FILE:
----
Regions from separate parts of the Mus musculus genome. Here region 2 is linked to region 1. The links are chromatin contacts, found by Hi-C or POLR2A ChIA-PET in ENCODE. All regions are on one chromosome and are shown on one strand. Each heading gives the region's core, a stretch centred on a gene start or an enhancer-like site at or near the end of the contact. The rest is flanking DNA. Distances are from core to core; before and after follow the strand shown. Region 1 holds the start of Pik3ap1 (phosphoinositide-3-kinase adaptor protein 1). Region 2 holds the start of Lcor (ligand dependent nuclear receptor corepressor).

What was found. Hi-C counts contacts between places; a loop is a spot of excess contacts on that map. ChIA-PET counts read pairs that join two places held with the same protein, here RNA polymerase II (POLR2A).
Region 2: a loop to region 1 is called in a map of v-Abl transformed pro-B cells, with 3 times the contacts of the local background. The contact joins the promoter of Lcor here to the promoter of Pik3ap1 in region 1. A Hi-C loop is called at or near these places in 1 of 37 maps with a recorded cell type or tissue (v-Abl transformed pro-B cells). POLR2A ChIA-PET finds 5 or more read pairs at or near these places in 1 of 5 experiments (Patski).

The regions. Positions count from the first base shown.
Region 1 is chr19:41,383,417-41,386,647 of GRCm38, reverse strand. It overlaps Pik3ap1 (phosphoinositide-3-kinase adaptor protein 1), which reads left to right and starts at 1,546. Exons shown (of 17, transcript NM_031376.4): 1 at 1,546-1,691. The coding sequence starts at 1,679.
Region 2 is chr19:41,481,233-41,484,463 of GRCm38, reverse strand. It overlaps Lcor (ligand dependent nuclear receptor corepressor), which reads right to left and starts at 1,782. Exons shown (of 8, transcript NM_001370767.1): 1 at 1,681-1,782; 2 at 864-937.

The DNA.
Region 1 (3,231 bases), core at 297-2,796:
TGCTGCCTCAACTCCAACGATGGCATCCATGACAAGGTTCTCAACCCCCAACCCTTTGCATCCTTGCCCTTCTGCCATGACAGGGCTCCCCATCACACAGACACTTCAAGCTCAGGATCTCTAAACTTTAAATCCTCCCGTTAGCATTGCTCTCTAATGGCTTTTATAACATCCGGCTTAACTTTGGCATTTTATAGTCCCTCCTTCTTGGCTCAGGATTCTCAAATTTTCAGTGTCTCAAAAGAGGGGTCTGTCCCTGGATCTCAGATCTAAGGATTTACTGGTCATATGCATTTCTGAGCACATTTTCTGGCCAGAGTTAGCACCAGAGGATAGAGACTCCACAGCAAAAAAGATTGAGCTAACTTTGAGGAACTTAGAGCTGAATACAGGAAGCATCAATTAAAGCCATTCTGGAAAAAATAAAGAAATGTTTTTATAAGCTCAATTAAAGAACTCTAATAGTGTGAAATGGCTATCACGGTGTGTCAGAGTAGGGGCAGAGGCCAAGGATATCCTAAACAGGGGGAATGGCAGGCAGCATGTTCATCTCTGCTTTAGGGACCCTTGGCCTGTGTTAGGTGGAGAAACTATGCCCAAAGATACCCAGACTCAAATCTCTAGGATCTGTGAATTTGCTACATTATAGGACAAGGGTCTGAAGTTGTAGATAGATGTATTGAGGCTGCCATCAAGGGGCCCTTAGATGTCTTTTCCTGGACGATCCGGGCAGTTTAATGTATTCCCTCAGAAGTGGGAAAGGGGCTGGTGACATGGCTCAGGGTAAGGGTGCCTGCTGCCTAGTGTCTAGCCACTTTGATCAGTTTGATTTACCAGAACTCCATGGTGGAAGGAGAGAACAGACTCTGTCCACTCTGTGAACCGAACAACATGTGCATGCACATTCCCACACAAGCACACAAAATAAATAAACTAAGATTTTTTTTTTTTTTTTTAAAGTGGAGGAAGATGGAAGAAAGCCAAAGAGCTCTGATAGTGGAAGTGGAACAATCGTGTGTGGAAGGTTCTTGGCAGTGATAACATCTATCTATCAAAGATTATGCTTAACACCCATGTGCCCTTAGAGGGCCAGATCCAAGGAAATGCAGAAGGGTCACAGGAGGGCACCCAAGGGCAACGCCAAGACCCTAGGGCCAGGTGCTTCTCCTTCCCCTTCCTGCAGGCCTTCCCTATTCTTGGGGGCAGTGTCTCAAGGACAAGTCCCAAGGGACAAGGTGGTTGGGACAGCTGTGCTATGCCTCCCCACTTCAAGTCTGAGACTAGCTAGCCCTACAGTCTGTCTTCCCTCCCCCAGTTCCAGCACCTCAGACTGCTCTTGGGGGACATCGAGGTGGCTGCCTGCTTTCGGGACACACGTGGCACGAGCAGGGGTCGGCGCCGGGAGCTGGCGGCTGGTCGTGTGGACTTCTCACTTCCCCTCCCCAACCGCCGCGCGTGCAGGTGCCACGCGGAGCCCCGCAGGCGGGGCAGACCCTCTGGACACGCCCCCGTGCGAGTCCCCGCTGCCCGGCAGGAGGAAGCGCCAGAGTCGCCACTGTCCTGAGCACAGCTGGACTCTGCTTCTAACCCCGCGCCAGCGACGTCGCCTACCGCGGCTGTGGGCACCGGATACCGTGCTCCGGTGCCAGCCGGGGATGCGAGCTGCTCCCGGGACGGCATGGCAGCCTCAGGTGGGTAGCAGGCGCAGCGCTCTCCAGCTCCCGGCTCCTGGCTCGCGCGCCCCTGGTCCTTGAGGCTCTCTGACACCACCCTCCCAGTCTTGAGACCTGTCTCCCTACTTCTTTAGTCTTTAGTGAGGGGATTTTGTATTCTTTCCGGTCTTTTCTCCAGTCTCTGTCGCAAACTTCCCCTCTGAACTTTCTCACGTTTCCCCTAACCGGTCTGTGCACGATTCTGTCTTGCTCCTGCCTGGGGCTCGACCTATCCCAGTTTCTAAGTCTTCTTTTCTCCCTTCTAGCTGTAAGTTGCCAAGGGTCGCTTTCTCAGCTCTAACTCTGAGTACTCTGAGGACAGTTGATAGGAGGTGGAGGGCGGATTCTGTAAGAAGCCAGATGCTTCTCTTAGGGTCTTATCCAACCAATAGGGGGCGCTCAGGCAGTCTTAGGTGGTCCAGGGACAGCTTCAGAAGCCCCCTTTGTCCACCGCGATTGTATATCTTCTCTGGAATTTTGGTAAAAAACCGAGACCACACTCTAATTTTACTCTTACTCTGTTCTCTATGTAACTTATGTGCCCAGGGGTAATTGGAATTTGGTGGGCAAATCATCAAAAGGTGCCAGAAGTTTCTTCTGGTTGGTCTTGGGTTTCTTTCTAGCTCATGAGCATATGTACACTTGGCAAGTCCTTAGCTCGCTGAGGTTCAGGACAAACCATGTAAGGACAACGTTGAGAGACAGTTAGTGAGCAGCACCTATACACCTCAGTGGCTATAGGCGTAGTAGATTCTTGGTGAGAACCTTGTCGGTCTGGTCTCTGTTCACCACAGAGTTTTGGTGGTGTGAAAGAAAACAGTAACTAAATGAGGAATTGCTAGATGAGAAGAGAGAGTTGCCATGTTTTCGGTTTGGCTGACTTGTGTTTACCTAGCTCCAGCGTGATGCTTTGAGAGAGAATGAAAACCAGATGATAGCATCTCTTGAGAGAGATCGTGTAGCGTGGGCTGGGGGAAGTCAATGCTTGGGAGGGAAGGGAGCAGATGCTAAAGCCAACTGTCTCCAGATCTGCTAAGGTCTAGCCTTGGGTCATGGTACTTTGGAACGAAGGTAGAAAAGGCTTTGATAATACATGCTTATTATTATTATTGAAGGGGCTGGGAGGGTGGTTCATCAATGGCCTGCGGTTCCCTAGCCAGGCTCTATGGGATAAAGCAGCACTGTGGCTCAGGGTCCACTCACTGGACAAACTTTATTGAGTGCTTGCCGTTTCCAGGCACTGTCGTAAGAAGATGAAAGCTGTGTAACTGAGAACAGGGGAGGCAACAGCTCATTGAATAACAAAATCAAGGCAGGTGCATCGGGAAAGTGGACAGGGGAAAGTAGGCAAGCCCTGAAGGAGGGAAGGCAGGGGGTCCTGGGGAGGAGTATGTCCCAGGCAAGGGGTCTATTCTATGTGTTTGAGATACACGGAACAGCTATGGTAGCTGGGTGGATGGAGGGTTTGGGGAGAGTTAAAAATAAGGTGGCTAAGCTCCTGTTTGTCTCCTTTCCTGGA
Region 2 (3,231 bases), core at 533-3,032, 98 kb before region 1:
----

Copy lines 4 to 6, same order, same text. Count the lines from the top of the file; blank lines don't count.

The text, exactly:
The regions. Positions count from the first base shown.
Region 1 is chr19:41,383,417-41,386,647 of GRCm38, reverse strand. It overlaps Pik3ap1 (phosphoinositide-3-kinase adaptor protein 1), which reads left to right and starts at 1,546. Exons shown (of 17, transcript NM_031376.4): 1 at 1,546-1,691. The coding sequence starts at 1,679.
Region 2 is chr19:41,481,233-41,484,463 of GRCm38, reverse strand. It overlaps Lcor (ligand dependent nuclear receptor corepressor), which reads right to left and starts at 1,782. Exons shown (of 8, transcript NM_001370767.1): 1 at 1,681-1,782; 2 at 864-937.